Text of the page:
I loved this book mainly for its class commentary and for the way it depicted hope, trust in adult figures, and the way that kids are forced to grow up. This is a must-read.

 

This is Backman's best work yet and is ever so important.

 

I received a free copy of this book in exchange for an honest review.

 

Like Reblog Comment
show activity (+)
review 2017-04-05 17:12
One Perfect Lie/Lisa Scottoline
One Perfect Lie - Lisa Scottoline

A handsome stranger moves to the small Pennsylvania town of Central Valley, and his name is Chris Brennan. He’s applying for a job as a teacher and varsity baseball coach at the local high school, and he looks perfect, on paper. But his name is an alias, his resume is false, and everything about him is a lie. And he has a secret plan - for which he needs a pawn on the baseball team.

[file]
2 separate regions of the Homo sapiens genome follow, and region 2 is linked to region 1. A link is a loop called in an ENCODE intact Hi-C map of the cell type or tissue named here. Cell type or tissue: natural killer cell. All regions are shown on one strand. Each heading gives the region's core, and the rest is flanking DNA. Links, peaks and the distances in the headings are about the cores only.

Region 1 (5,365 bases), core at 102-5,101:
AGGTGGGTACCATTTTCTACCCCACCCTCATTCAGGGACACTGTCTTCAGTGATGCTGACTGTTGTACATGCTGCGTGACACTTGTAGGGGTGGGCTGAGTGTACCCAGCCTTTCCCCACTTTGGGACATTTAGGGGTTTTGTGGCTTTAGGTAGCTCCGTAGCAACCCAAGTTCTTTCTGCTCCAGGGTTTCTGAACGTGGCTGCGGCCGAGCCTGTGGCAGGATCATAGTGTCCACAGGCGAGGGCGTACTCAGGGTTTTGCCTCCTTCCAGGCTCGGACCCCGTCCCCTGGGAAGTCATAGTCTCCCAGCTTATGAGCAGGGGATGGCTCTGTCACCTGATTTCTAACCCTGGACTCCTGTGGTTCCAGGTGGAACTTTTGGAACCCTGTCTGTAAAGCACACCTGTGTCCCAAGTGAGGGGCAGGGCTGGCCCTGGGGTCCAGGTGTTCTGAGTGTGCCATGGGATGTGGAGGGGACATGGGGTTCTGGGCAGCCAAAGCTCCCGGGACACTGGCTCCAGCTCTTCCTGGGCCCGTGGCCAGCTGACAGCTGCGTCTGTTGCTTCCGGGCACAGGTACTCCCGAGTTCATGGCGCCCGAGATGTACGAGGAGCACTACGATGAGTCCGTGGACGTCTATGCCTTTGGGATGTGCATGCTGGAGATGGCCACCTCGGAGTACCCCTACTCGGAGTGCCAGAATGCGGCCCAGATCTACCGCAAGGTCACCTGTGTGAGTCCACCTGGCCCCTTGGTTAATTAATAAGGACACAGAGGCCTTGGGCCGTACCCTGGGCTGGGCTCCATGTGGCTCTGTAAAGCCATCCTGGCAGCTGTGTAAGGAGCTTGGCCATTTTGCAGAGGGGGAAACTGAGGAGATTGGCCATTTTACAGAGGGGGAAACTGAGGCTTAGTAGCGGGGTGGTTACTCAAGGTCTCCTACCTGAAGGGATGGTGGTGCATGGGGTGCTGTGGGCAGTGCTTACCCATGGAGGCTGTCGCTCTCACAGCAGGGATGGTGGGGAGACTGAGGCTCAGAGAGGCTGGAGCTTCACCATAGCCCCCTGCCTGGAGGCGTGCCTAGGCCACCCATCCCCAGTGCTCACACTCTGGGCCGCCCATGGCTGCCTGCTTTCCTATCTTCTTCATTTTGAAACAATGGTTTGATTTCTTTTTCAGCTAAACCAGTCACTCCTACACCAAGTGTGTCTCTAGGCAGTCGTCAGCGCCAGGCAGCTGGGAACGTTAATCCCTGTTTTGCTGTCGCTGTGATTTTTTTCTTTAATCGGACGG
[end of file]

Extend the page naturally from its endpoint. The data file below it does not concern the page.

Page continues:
Susan Sematov loves her younger son Raz, the quirky and free-spirited pitcher of the team. But Raz’s adored father died only a few months ago, and the family is grief-stricken. Secretly, Raz is looking to fill the Daddy-shaped hole in his heart.

Heather Larkin is a struggling single mother who’s dedicated to her only son Justin, the quiet rookie on the team. But Justin’s shy and reserved nature renders him vulnerable to attention, including that of a new father-figure.

Mindy Kostis is the wife of a busy surgeon and the queen bee of the baseball boosters, where her super-popular son Evan is the star catcher. But she doesn’t realize that Evan’s sense of entitlement is becoming a full-blown case of affluenza, and after he gets his new BMW, it’s impossible to know where he’s going – or whom he’s spending time with.